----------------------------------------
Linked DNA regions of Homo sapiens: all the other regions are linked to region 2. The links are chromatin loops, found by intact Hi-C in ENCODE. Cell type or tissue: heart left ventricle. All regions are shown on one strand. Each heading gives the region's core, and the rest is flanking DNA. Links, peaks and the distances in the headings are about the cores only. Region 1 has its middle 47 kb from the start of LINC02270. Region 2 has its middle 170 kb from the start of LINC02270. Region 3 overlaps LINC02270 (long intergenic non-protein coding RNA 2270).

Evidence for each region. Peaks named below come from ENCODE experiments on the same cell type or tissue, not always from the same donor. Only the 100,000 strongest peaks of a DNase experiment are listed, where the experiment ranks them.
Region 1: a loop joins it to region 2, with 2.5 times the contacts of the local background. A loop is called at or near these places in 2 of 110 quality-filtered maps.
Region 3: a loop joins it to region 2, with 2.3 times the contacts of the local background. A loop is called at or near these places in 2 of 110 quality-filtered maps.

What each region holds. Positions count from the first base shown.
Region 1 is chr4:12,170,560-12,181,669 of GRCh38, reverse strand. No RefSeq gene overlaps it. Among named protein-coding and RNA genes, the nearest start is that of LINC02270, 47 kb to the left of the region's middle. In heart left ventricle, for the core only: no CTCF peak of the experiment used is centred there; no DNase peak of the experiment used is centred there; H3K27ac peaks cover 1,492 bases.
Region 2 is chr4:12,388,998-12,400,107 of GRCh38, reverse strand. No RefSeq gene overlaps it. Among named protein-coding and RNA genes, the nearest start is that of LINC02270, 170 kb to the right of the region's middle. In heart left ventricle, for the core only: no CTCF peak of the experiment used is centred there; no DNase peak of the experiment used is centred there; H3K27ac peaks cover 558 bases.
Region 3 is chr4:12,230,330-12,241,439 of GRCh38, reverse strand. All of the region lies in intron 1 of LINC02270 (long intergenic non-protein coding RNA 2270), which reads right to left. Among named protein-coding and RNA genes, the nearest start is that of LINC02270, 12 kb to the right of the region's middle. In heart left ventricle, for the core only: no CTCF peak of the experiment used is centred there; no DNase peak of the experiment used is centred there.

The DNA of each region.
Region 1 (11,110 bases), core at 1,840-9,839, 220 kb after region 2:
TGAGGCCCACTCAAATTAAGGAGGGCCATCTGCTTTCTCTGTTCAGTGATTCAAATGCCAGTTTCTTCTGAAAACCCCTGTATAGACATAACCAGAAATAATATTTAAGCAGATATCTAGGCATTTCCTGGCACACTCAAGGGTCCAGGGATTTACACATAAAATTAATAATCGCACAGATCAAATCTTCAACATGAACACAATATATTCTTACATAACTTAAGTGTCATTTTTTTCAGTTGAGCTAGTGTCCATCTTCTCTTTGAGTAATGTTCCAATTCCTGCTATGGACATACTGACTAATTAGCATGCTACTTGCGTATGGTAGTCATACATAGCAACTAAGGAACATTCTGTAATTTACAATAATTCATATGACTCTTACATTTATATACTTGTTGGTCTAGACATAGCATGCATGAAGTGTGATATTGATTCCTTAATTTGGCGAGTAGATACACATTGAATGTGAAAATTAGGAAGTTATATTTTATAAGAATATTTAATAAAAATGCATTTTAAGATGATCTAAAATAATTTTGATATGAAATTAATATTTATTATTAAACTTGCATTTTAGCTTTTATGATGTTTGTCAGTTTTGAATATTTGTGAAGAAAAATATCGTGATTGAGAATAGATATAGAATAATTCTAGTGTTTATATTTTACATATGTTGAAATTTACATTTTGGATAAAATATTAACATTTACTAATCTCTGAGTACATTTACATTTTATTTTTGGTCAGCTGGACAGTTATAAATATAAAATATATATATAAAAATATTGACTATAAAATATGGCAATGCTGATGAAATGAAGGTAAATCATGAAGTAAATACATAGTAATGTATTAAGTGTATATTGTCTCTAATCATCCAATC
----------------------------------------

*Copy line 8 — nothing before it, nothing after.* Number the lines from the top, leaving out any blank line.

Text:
Region 3 is chr4:12,230,330-12,241,439 of GRCh38, reverse strand. All of the region lies in intron 1 of LINC02270 (long intergenic non-protein coding RNA 2270), which reads right to left. Among named protein-coding and RNA genes, the nearest start is that of LINC02270, 12 kb to the right of the region's middle. In heart left ventricle, for the core only: no CTCF peak of the experiment used is centred there; no DNase peak of the experiment used is centred there.